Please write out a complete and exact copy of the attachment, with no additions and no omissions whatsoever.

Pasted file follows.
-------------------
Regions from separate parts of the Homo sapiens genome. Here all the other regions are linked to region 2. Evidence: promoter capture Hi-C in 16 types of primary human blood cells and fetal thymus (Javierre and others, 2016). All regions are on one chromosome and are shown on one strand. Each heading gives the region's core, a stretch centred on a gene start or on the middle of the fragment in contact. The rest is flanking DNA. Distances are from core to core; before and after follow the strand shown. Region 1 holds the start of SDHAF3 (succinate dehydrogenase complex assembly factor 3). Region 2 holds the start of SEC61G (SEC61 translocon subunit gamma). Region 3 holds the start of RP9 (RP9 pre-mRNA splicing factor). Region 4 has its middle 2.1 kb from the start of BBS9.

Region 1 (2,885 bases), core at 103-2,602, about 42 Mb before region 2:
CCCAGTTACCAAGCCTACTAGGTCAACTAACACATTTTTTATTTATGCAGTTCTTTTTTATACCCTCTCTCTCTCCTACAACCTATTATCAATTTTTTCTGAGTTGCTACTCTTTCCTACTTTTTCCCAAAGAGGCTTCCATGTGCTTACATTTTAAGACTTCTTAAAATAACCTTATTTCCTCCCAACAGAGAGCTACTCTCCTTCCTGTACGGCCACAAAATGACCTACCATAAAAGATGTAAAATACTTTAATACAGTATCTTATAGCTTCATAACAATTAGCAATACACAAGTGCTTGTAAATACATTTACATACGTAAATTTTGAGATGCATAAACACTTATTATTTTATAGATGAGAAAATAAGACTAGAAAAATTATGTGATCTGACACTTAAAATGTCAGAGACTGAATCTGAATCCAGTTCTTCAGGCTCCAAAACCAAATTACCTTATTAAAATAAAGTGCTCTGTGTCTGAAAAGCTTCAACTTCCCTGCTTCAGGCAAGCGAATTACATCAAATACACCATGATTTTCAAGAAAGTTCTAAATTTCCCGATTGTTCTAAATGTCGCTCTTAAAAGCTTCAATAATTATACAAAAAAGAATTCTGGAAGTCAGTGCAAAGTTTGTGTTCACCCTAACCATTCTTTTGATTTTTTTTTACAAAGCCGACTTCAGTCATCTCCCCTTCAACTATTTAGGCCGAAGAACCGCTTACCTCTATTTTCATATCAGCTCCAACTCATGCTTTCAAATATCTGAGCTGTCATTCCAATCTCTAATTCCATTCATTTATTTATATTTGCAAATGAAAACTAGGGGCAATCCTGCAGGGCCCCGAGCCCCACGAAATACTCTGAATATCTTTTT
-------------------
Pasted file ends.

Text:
Regions from separate parts of the Homo sapiens genome. Here all the other regions are linked to region 2. Evidence: promoter capture Hi-C in 16 types of primary human blood cells and fetal thymus (Javierre and others, 2016). All regions are on one chromosome and are shown on one strand. Each heading gives the region's core, a stretch centred on a gene start or on the middle of the fragment in contact. The rest is flanking DNA. Distances are from core to core; before and after follow the strand shown. Region 1 holds the start of SDHAF3 (succinate dehydrogenase complex assembly factor 3). Region 2 holds the start of SEC61G (SEC61 translocon subunit gamma). Region 3 holds the start of RP9 (RP9 pre-mRNA splicing factor). Region 4 has its middle 2.1 kb from the start of BBS9.

Region 1 (2,885 bases), core at 103-2,602, about 42 Mb before region 2:
CCCAGTTACCAAGCCTACTAGGTCAACTAACACATTTTTTATTTATGCAGTTCTTTTTTATACCCTCTCTCTCTCCTACAACCTATTATCAATTTTTTCTGAGTTGCTACTCTTTCCTACTTTTTCCCAAAGAGGCTTCCATGTGCTTACATTTTAAGACTTCTTAAAATAACCTTATTTCCTCCCAACAGAGAGCTACTCTCCTTCCTGTACGGCCACAAAATGACCTACCATAAAAGATGTAAAATACTTTAATACAGTATCTTATAGCTTCATAACAATTAGCAATACACAAGTGCTTGTAAATACATTTACATACGTAAATTTTGAGATGCATAAACACTTATTATTTTATAGATGAGAAAATAAGACTAGAAAAATTATGTGATCTGACACTTAAAATGTCAGAGACTGAATCTGAATCCAGTTCTTCAGGCTCCAAAACCAAATTACCTTATTAAAATAAAGTGCTCTGTGTCTGAAAAGCTTCAACTTCCCTGCTTCAGGCAAGCGAATTACATCAAATACACCATGATTTTCAAGAAAGTTCTAAATTTCCCGATTGTTCTAAATGTCGCTCTTAAAAGCTTCAATAATTATACAAAAAAGAATTCTGGAAGTCAGTGCAAAGTTTGTGTTCACCCTAACCATTCTTTTGATTTTTTTTTACAAAGCCGACTTCAGTCATCTCCCCTTCAACTATTTAGGCCGAAGAACCGCTTACCTCTATTTTCATATCAGCTCCAACTCATGCTTTCAAATATCTGAGCTGTCATTCCAATCTCTAATTCCATTCATTTATTTATATTTGCAAATGAAAACTAGGGGCAATCCTGCAGGGCCCCGAGCCCCACGAAATACTCTGAATATCTTTTT